With any checksum method, move the results file to a secure location. One option is to hide it in the filesystem, but a better solution is to move the file offline to tape in a secure location, and restore it just before running the next scan.

Log all network connections
There are many different aspects to network monitoring. Consequently (and conveniently) there are several tools to help keep you informed about network activity.

The first tool creates a log of ARP information. ARP is the protocol that resolves an Internet address to an Ethernet address. If a local hacker replaces one of your trusted systems (say a workstation) with a PC, and assigns the PC the same Internet address as the workstation, then in most facilities that PC will be trusted just as the workstation was. This is the weakness of standard Unix network authentication. Secure RPC and NIS+ (when used properly) solve this problem, but most sites simply use Internet addresses as the authentication method between systems. So now we have a situation where a bogus system can have the same Internet address as a trusted system. The only way to detect this situation is to note that the Ethernet address of the device has changed. (Each Ethernet device has a unique address encoded on it; it's those five colon-separated hex values you see associated with Ethernet interfaces.) ARPwatch allows you to watch for this situation.

As mentioned earlier, a tell-tale sign a system has been hacked is that its Ethernet interface is in promiscuous mode. In promiscuous mode, all packets on the network, rather than just the packets sent to the system's Ethernet number, are visible to the system. This method is responsible for many of the password-logging problems on the Internet. In those scenarios, hackers:

  1. Break into an Internet provider.
  2. Place the system's Ethernet port in promiscuous mode.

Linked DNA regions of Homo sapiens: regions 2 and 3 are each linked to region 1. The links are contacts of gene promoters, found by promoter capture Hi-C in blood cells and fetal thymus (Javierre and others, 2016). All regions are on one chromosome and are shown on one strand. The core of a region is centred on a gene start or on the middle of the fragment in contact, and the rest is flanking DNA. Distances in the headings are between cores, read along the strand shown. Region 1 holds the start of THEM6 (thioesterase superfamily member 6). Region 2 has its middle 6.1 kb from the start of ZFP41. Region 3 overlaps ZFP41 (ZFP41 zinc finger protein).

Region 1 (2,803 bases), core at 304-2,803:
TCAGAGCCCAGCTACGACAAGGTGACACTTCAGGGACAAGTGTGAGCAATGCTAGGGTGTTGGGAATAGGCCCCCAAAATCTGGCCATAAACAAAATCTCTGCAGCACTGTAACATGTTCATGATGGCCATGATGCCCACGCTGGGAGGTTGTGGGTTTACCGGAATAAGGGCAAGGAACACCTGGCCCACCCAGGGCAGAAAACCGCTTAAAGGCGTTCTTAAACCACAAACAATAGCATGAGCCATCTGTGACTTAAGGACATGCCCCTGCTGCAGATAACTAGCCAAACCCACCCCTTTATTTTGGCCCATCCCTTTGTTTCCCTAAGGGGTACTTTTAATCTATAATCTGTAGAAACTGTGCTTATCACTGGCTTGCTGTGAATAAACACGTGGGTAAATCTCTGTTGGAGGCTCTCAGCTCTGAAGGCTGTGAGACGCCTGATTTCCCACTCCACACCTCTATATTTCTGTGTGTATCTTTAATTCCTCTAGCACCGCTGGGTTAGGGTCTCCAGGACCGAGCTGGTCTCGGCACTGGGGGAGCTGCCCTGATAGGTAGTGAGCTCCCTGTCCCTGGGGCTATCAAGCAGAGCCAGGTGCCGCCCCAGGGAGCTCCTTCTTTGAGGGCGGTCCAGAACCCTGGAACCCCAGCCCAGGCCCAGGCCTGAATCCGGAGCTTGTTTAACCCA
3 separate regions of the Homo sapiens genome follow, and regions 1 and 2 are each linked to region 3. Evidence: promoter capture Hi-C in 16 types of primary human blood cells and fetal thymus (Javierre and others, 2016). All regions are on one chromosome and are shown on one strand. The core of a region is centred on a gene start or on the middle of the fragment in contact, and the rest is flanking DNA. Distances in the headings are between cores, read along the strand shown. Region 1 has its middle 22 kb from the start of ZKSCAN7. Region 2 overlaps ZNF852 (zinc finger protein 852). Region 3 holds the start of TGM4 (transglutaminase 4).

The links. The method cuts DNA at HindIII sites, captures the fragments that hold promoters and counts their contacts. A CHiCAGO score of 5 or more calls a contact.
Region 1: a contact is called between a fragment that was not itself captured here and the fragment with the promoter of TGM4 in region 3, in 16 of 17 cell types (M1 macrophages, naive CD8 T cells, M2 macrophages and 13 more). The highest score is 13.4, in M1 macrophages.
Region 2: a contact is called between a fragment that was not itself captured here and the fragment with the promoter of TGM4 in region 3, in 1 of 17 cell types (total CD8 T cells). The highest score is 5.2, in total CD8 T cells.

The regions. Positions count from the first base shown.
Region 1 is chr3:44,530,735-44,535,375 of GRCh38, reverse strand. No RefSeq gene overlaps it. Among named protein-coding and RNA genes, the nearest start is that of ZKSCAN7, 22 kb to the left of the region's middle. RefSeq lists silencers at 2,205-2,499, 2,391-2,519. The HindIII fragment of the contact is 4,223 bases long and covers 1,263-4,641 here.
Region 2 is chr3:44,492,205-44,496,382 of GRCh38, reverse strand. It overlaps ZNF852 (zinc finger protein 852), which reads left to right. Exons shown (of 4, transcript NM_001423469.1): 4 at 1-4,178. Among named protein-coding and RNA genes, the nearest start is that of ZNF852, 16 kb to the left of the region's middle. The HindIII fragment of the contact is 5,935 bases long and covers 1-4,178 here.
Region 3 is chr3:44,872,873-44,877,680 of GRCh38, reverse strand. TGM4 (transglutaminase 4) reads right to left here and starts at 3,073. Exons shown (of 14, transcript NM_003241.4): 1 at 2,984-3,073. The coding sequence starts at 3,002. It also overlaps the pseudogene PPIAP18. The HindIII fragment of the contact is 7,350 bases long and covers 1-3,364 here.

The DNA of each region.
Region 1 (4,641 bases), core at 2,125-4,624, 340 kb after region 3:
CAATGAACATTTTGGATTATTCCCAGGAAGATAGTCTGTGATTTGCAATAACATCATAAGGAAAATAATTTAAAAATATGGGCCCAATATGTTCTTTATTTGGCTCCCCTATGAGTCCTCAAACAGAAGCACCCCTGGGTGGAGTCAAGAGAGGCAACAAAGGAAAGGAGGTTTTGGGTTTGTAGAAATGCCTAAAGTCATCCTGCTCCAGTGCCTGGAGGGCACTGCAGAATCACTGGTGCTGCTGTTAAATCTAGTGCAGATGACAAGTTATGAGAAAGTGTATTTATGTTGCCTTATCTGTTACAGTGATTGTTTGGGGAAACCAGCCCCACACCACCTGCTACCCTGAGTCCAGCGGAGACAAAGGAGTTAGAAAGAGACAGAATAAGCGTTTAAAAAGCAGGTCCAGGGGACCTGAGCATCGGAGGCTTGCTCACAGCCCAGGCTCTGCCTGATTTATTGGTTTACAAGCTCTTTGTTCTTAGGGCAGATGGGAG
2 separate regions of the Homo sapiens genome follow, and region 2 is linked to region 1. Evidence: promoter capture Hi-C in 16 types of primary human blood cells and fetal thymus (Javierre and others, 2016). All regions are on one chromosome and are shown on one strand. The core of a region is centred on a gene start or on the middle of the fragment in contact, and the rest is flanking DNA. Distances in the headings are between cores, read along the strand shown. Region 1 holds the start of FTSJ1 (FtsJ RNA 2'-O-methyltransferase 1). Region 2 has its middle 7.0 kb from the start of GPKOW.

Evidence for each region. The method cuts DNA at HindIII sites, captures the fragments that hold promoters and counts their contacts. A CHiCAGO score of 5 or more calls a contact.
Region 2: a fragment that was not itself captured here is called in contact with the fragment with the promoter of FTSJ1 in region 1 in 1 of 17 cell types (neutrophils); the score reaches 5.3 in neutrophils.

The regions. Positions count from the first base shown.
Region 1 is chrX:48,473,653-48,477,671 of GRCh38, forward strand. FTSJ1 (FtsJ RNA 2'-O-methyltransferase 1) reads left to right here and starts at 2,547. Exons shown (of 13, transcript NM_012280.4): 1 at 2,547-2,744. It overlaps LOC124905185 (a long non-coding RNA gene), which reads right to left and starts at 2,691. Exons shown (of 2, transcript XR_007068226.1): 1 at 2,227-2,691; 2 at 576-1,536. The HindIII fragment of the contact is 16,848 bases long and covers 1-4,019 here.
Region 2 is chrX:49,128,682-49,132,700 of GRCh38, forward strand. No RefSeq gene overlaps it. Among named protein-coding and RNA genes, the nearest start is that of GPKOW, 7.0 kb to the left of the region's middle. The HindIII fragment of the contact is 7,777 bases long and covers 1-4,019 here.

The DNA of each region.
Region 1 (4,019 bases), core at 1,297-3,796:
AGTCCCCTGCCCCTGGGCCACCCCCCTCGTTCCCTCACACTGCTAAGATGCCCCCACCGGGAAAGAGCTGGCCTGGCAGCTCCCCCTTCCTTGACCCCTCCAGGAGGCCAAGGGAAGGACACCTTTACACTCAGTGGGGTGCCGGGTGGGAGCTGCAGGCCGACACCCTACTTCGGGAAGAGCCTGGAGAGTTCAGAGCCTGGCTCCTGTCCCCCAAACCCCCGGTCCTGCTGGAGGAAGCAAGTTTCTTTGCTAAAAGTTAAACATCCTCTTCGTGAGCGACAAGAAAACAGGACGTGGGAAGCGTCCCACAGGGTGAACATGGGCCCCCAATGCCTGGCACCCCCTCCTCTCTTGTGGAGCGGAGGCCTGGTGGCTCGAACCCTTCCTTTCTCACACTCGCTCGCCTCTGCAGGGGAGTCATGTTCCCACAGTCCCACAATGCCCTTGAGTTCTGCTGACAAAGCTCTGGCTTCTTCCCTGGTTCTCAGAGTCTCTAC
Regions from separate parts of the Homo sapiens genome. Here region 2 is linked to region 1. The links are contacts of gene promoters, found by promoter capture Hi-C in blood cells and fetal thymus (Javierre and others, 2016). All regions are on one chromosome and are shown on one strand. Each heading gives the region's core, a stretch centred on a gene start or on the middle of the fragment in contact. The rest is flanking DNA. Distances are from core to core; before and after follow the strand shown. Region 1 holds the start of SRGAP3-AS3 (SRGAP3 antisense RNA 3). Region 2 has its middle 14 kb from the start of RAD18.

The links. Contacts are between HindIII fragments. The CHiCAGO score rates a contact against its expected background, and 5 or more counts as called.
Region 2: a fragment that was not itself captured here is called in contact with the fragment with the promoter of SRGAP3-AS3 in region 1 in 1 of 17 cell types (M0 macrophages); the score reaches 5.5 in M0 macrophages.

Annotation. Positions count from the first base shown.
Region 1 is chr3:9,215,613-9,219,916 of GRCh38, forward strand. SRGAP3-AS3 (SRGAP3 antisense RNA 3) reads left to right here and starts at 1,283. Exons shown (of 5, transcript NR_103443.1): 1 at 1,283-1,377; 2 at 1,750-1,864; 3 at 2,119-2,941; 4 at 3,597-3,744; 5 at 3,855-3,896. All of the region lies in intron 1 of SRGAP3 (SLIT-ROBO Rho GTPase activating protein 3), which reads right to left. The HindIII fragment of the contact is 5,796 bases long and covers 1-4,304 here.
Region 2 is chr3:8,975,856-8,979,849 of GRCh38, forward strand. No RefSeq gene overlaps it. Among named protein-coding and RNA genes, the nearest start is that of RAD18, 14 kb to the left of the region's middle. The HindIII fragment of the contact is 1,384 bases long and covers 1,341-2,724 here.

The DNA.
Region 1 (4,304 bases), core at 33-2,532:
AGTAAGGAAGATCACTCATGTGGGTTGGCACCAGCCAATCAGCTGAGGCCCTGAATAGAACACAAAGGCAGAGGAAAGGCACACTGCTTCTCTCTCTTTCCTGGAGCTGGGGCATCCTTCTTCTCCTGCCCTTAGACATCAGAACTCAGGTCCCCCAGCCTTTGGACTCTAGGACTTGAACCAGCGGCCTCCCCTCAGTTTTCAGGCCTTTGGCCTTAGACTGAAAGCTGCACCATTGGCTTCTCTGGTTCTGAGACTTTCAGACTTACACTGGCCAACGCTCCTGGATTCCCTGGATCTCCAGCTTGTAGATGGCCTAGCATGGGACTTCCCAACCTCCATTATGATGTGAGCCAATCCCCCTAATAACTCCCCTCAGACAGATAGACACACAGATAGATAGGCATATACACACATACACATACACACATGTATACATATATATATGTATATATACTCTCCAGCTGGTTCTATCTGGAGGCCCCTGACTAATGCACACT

3. Run a program which logs the first few characters of every TCP/IP connection, say 128 bytes (because it's usually at the start of a session that the user types in the remote system's password).
  4. Collect the log file or have it e-mailed to them.

Voila! Tens, hundreds, or maybe thousands of hostnames, usernames, and passwords are at the hackers' disposal.

Unfortunately, Solaris 2 provides no way to test to see if your interface is in promiscuous mode. You need the ifstatus tool.

Other useful network tools include:

Limit access to network daemons
One of the most vulnerable facilities in Unix is network services. While the Unix filesystem was designed with at least some security precautions in mind, network services were originally designed for use between trusting hosts. Because many different companies support networking, it is much harder to change a networking standard (like TCP/IP) than it is to add internal security to any given operating system.

So, we live in a world where networking facilities are desirable, forcing you to trust external hosts, but all the while having hackers living on those very same hosts. What to do, what to do? The standard method is to guard your doors (see next month's firewalls column), as well as locking down your goods. To do that, you protect each network service that is protectable, limit access as much as possible, and log all connections to make the job of detecting and resolving problems easier.

The logdaemon tool, written by Wietse Venema, co-author of Satan and a security luminary, is a good place to start. It provides

S/Key is an implementation of the challenge-response (or "one-time password") security mechanism. The theory is that both the system and the user know a secret, and the user proves to the system that he or she knows the secret, but the user never actually sends the secret over the network. Therefore, a cracker snooping the network and witnessing the exchange cannot use what was just discovered and reply to it. It only works once. Challenge-response systems are another topic deserving future discussion in this space.

Further daemon logging is available via tcp_wrappers, which controls access to tftp, exec, ftp, rsh, telnet, rlogin, finger, and systat facilities. Its power is in its convenience: it can be installed without changing any system software components. Rather, /etc/inetd.conf is modified to invoke the tcpwrapper daemon before invoking any of its daemons. tcpwrapper then logs the connection and uses an access control list, if desired, to allow or disallow the access.

A modified version of portmapper is available that disallows proxy access and reduces other vulnerabilities that are known security problems.